This was hardly the first doomsday article on newspapers, but what set this apart is that Scott, current head of the ABC, was until 2006 a newspaper executive at Fairfax Media –- the second largest newspaper owner in Australia.

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New Journalism: those who get it, those who don’t

Photograph of Henry Porter

Increasingly, I’m getting annoyed with otherwise-intelligent people who simply don’t “get” what is happening as our world becomes hyperconnected and rail against it. The man in the photo is Henry Porter. He doesn’t get it. But a pseudonymous commenter at The Poll Bludger this morning does. And he explains it better than I ever have.

Ah, the contrast!

In a piece for The Observer, Porter’s headline warns that Google is just an amoral menace. The ever-growing empire produces nothing but seems determined to control everything, we’re told.

Exactly 20 years after Sir Tim Berners-Lee wrote the blueprint for the world wide web, the Internet has become the host to a small number of dangerous WWMs — worldwide monopolies that sweep all before them with exuberant contempt for people’s rights, their property and the past…

One of the chief casualties of the web revolution is the newspaper business, which now finds itself laden with debt (not Google’s fault) and having to give its content free to the search engine in order to survive. Newspapers can of course remove their content but then their own advertising revenues and profiles decline. In effect they are being held captive and tormented by their executioner, who has the gall to insist that the relationship is mutually beneficial. Were newspapers to combine to take on Google they would be almost certainly in breach of competition law.

It’s worth reading the full rantbecause it completely misses the point: I only found Porter’s piece because Google had told me about it.

Google didn’t “steal” his content. It produced a new audience member. And that’s what all media outlets produce: an audience for their advertisers — or, in the case of the ABC and SBS, an audience sufficiently large to justify their existence.

Ever though I think this one piece by Porter is full of shit, I clicked through, read about him, and discovered much better pieces about his concerns for our declining civil liberties and how the decline of one-way TV sets the scene for increased public debate. Porter now has a new reader because of Google.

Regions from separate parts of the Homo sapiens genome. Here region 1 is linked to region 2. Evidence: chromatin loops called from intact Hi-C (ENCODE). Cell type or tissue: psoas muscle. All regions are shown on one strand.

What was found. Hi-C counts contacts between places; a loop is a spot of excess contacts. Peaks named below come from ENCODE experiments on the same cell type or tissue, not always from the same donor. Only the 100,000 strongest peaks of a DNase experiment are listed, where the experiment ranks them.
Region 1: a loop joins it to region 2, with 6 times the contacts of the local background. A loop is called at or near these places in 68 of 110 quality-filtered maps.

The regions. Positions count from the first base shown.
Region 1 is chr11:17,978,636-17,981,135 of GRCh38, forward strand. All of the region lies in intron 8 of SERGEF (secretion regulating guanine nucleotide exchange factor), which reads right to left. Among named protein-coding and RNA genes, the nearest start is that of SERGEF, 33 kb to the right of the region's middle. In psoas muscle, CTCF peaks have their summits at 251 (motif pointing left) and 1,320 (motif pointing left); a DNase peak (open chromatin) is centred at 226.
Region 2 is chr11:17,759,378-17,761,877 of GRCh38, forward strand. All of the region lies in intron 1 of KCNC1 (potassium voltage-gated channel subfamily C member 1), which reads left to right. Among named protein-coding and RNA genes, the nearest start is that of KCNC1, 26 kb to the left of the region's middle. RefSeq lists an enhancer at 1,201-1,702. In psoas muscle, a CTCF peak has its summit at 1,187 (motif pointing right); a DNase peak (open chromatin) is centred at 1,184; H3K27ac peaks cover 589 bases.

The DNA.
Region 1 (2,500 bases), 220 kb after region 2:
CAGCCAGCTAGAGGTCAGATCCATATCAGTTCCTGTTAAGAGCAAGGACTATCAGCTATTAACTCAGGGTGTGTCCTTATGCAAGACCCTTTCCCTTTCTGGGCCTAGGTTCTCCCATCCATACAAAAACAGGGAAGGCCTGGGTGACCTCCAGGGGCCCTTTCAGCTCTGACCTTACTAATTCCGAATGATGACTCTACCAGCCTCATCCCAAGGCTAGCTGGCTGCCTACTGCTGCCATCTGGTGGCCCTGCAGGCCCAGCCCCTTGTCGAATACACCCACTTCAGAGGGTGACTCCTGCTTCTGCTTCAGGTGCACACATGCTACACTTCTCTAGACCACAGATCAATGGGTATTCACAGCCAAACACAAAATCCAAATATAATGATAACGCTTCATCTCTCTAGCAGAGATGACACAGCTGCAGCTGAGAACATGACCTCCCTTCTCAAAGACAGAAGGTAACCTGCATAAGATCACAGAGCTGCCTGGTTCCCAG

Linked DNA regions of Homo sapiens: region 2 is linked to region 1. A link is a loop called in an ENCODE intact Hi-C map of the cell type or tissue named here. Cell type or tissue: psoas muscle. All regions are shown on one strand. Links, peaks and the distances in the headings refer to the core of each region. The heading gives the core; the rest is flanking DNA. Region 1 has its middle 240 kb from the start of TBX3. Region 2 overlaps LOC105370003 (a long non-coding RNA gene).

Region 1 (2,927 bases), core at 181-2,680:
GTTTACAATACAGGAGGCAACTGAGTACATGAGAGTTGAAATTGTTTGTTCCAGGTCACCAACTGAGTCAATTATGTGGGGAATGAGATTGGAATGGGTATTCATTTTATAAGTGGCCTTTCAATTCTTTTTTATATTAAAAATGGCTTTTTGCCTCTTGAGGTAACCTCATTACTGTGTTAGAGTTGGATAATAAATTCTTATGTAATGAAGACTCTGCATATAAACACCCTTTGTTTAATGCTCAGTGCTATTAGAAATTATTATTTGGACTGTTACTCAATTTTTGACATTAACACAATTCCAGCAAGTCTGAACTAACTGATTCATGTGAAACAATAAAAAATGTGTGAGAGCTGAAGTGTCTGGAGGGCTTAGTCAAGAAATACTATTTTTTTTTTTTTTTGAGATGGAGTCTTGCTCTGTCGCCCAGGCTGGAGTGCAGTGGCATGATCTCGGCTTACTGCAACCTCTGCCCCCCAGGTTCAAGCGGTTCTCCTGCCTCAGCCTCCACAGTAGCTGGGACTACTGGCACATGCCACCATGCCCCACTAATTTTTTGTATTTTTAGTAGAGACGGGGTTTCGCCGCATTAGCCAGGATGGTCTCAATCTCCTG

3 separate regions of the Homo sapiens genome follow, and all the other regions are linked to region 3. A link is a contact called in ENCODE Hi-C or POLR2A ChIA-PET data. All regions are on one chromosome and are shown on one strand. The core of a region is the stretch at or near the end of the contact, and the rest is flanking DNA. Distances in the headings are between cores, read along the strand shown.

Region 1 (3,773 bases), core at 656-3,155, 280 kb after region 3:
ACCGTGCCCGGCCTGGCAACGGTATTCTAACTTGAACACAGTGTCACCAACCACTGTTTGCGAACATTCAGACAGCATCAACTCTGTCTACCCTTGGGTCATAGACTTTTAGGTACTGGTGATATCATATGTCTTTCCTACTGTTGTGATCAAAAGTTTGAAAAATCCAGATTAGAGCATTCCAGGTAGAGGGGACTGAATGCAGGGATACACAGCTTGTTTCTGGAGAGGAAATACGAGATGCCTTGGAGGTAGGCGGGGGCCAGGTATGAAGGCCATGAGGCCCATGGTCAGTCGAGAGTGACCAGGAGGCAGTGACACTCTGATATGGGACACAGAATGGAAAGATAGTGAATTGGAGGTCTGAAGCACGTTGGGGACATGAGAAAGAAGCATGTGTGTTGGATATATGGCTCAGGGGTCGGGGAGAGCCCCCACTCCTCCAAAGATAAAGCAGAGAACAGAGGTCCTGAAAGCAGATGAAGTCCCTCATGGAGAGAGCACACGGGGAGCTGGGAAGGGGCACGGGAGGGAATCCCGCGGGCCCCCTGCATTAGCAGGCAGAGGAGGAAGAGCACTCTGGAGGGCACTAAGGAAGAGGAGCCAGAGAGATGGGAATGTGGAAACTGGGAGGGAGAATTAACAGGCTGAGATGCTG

However that commenter over at The Poll Bludger, yes, he got it right…

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Sunday Thoughts about Journalism

“Oh no, here we go again!” I can hear you say. “Stilgherrian’s kicking off about ‘the awful journalists’ again.”

No. This is just me pondering five stories about journalism this week. Grab yourself a cuppa and follow the links before tackling my discussion, because this’ll be a long, meandering essay — one in which I’m exploring my thoughts rather than reaching any conclusions. Yet.

  1. Veteran columnist Frank Devine used the pages of The Australian to attack Crikey publisher Eric Beecher in Keep Beecher from the hack lagoon (yes, every newspaper headline must be a pun, or the sub-editors are whipped), and Beecher responded in Beecher v Devine: The threat to public trust journalism.
  2. Another veteran journalist Mark Day (interestingly, also in The Australian) regurgitated a variation of the standard journalism versus blogging debate in Blogs can’t match probing reports. Stephen Collins’ excellent response is The Hamster Wheel.
  3. I was taken to task for my “unbalanced” commentary on Senator Stephen Conroy’s keynote speech at the Digital Economy Forum. Read the comments.
  4. The Rocky Mountain News was taken to task for (mis-)using Twitter to report a child’s funeral.
  5. The MEAA held The Future of Journalism conference in Brisbane yesterday, and from first reports the usual journalists vs bloggers “debate” emerged.

OK, back? Cool. Here we go…